South African Human Rights Groups welcome Cabinet’s approval of South Africa’s ratification of the United Nations International Covenant on Economic, Social and Cultural Rights (ICESCR)
Almost eighteen years after the South African government signed the ICESCR, Cabinet has approved that South Africa will ratify the ICESCR. This important decision to ratify, which means that the ICESCR will be legally binding, was included in a statement issued yesterday on Cabinet’s ordinary meeting held in Pretoria on 10 October 2012. The Cabinet statement describes how the ICESCR is a “key international treaty which seeks to encourage State Parties to address challenges of inequality, unemployment and poverty, which are critical to the strategic goals of governments.”
The ICESCR, together with the International Covenant on Civil and Political Rights (ICCPR) and the Universal Declaration on Human Rights, constitutes the International Bill of Rights. The ICESCR has been ratifed by over 160 states since it was adopted in 1966, 48 of which are African states and 11 of which are member states of SADC. South Africa ratified the ICCPR in 1998, and its current ratification of the ICESCR will unambiguously signal its commitment to be legally bound by the full range of human rights recognised under international law. In its statement, Cabinet indicates that the recommendation to ratify the ICESCR will be tabled in Parliament for ratification in line with Section 231(2) of the South African Constitution.
Civil society organisations have been calling for many years for the South African government to ratify the ICESCR (and its Optional Protocol, which creates an individual complaints mechanism). The Community Law Centre (CLC), Socio-Economic Rights Institute of SA (SERI), Black Sash, People’s Health Movement South Africa, National Welfare Forum, Global Call to Action against Poverty South Africa (GCAP-SA) and the Studies in Poverty and Inequality Institute (SPII) see this as a great opportunity to ensure that South Africa’s jurisprudence on socio-economic rights develops in harmony with the normative standards set by the leading international treaty on these rights.
According to Jackie Dugard, executive director at the Socio-Economic Rights Institute of SA (SERI), “although this is a momentous and long-awaited decision, South Africa has for a while subscribed to the norms and standards contained in the ICESCR as it has ratified the African Charter on Human and People’s Rights of 1981, which echoes many of the socio-economic rights contained in the ICESCR. It has also included justiciable socio-economic rights in the Bill of Rights in the South African Constitution.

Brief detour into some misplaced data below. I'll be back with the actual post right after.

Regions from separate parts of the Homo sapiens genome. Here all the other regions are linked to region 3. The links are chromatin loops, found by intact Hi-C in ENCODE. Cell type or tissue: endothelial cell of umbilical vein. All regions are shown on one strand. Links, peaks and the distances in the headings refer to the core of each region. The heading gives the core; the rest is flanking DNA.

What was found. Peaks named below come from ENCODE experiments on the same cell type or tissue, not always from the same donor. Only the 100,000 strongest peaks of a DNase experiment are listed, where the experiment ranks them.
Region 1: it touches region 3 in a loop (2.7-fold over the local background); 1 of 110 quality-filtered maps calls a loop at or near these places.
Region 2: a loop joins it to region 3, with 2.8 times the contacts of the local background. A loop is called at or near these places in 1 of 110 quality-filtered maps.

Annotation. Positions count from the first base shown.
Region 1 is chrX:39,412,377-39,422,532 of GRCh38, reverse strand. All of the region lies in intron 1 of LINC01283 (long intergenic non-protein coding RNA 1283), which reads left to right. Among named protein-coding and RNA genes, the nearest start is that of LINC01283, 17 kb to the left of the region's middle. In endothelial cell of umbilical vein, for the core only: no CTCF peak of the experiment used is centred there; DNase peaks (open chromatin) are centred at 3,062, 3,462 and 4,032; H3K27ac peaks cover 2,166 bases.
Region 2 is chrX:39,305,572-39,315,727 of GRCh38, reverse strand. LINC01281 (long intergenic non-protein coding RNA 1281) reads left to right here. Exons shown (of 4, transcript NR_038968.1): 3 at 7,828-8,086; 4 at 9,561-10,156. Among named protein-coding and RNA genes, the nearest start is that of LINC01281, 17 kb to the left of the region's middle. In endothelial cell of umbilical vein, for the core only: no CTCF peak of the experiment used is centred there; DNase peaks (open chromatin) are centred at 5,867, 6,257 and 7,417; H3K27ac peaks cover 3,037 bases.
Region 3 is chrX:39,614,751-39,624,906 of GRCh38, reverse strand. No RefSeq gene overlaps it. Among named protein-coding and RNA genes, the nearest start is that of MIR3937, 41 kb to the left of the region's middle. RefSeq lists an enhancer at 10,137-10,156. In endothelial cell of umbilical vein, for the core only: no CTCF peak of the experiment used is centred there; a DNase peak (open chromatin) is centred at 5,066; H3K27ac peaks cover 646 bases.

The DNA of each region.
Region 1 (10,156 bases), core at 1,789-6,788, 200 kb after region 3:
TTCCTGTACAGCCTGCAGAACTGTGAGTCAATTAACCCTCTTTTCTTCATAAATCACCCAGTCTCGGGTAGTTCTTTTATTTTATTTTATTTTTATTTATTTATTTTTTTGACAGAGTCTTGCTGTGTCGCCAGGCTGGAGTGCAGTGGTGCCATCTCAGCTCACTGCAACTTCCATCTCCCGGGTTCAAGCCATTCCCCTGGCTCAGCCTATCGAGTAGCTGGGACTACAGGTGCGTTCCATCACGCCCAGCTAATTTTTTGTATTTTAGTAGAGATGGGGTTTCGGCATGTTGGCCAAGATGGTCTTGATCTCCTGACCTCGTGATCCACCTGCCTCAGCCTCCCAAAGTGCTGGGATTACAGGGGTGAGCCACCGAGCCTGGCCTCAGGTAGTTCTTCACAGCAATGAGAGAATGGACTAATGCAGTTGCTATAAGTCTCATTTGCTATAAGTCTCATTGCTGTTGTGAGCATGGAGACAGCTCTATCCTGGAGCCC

Prof Lilian Chenwi, associate professor at the Wits School of Law, states that “given the role played by the international community and international human rights law in the struggle against apartheid, ratification of the ICESCR will fulfil South Africa’s express desire ‘to take its rightful place as a sovereign state in the family of nations’, which is recognised in the Preamble to its Constitution.”
Rajesh Latchman, of the National Welfare Forum, states: “This move to ratify the ICESCR is an important step towards creating a harmonious roadmap for the realisation of socio-economic rights for all in SA, and it is about time too.”
While ratification of the ICESCR is significant, the ICESCR Ratification Campaign Driver Group encourages South Africa to also ratify the Optional Protocol to the ICESCR (OP-CESCR). The Optional Protocol is an extra treaty that promotes a culture of accountability around the ICESCR, empowering vulnerable and marginalised groups to lodge individual complaints at the international level regarding violations of their socio-economic rights. The Optional Protocol is yet to come into force, as it requires 10 states to ratify it and, at present, only 8 states have done so.
It is hoped that the South African government will table the recommendation to ratify the ICESCR before Parliament and submit its accession instrument to the United Nations without any further delay, and also ratify the Optional Protocol to concretise South Africa’s commitment to human rights and to bring this important international human rights instrument to life.
Issued by the ICESCR Ratification Campaign Driver Group which comprises:
Community Law Centre (CLC), University of the Western Cape
Global Call to Action against Poverty South Africa (GCAP-SA)
National Welfare Forum
People’s Health Movement South Africa
Socio-Economic Rights Institute of SA (SERI)
Studies in Poverty and Inequality Institute (SPII)
For additional information, contact:
Lilian Chenwi, associate professor, Wits School of Law: 072 172 6346 / firstname.lastname@example.org
Jackie Dugard, executive director of SERI: 084 240 6187 / email@example.com
Rajesh Latchman, coordinator of the National Welfare Forum: 083 443 0227 / firstname.lastname@example.org
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